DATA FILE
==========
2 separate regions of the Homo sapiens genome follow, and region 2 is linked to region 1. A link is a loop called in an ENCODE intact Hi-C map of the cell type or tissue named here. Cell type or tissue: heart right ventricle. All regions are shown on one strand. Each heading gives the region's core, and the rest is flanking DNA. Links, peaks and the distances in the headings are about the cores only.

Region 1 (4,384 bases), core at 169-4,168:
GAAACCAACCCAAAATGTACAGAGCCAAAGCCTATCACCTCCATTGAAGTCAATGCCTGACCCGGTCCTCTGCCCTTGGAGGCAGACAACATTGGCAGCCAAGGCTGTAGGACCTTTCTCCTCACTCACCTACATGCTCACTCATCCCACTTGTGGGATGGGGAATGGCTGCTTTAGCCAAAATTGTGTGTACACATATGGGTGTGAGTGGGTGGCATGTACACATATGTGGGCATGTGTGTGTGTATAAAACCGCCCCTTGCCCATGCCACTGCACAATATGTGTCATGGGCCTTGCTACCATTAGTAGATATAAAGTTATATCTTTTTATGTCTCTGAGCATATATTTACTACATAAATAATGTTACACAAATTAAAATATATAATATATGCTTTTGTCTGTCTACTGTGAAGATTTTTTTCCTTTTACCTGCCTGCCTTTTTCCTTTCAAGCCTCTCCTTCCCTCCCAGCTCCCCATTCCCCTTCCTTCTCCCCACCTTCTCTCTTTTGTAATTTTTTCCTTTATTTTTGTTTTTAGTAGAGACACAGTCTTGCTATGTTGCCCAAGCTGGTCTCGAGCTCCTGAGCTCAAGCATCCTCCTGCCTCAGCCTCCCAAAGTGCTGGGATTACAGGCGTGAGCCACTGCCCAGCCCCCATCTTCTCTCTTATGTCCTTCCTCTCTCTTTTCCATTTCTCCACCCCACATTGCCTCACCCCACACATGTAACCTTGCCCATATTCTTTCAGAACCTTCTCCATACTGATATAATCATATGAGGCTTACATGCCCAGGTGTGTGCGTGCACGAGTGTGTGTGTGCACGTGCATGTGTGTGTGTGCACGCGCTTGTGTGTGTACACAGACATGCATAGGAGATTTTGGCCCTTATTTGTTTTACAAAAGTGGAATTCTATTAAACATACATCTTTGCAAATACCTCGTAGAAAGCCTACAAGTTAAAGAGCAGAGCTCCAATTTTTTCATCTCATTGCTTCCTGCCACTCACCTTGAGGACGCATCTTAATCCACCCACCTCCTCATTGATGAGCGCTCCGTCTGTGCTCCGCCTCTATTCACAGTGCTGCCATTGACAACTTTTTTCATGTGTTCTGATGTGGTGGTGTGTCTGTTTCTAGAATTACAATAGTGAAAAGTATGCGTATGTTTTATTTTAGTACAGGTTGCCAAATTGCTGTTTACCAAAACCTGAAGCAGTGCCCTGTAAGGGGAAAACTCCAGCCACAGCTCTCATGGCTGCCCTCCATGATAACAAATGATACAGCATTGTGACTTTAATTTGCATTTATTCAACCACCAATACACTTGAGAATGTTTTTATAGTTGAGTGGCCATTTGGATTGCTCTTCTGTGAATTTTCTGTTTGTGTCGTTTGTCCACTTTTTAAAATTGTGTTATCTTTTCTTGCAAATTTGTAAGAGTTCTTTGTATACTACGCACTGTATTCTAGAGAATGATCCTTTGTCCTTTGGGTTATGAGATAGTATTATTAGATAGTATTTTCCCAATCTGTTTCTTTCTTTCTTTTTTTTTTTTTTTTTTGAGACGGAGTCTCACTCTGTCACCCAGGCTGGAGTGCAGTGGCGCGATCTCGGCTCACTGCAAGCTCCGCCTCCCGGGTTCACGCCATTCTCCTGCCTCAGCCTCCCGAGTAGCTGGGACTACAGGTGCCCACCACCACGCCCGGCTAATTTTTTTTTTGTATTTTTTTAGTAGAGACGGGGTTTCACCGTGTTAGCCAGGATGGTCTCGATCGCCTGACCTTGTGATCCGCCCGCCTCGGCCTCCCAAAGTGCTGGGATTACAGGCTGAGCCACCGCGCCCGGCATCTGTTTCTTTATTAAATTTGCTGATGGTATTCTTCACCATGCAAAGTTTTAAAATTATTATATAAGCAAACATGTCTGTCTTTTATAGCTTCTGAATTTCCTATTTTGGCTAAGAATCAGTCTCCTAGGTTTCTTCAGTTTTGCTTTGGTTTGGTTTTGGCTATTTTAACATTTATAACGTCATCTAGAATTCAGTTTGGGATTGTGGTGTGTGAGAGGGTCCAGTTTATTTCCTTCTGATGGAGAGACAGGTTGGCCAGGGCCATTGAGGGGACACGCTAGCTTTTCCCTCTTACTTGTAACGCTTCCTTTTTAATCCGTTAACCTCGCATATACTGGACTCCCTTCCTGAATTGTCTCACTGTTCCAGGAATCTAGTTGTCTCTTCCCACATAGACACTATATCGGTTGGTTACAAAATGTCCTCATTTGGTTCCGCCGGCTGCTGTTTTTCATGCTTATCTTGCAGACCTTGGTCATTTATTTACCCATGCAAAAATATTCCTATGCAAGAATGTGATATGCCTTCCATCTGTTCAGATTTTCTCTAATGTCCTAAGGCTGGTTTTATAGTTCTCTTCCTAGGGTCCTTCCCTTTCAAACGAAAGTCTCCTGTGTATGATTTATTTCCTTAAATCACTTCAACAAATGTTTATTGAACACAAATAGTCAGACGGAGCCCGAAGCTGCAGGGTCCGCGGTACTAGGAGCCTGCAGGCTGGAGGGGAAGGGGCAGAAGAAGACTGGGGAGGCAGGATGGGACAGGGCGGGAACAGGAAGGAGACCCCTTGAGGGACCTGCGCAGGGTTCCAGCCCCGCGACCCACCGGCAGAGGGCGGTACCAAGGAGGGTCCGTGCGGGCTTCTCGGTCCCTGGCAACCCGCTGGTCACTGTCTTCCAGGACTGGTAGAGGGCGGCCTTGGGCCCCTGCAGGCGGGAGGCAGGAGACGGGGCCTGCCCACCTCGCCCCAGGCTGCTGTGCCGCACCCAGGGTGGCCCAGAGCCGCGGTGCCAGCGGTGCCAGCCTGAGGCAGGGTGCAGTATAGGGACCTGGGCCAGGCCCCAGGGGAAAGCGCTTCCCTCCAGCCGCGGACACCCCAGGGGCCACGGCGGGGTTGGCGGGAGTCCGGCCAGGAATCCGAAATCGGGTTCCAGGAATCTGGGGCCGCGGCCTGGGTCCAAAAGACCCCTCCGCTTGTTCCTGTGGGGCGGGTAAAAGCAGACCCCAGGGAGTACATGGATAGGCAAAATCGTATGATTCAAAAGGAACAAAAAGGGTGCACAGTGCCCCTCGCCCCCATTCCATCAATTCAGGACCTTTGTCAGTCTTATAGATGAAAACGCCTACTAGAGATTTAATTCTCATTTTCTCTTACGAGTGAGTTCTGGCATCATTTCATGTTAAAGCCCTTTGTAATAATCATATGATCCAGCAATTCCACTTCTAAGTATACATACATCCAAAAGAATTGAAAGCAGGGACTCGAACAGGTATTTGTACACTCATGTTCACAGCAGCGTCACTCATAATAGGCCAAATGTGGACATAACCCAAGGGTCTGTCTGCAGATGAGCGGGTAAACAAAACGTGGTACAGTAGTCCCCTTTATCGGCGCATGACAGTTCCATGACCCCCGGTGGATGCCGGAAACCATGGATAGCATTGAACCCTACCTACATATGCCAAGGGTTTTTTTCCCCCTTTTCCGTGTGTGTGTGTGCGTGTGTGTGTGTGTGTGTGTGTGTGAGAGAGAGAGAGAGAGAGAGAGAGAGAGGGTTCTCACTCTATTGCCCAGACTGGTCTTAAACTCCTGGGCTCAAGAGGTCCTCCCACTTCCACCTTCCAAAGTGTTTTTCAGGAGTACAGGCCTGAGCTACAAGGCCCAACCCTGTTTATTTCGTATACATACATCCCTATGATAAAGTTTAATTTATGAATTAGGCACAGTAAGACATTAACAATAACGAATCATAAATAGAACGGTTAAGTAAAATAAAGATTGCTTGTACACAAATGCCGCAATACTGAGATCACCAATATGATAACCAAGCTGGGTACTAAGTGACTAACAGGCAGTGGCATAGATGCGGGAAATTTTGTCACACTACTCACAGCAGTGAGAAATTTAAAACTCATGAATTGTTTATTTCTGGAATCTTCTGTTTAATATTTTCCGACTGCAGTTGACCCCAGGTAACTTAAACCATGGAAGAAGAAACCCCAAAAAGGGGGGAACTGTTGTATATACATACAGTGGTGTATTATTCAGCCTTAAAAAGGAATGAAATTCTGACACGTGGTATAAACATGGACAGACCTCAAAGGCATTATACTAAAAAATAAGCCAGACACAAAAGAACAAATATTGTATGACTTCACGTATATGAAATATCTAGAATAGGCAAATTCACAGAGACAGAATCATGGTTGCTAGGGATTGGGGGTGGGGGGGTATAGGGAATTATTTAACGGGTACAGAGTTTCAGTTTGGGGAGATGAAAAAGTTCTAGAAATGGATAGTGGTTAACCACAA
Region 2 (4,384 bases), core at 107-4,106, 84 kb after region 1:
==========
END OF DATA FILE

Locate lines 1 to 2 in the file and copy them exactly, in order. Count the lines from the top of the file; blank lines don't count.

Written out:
2 separate regions of the Homo sapiens genome follow, and region 2 is linked to region 1. A link is a loop called in an ENCODE intact Hi-C map of the cell type or tissue named here. Cell type or tissue: heart right ventricle. All regions are shown on one strand. Each heading gives the region's core, and the rest is flanking DNA. Links, peaks and the distances in the headings are about the cores only.

Region 1 (4,384 bases), core at 169-4,168: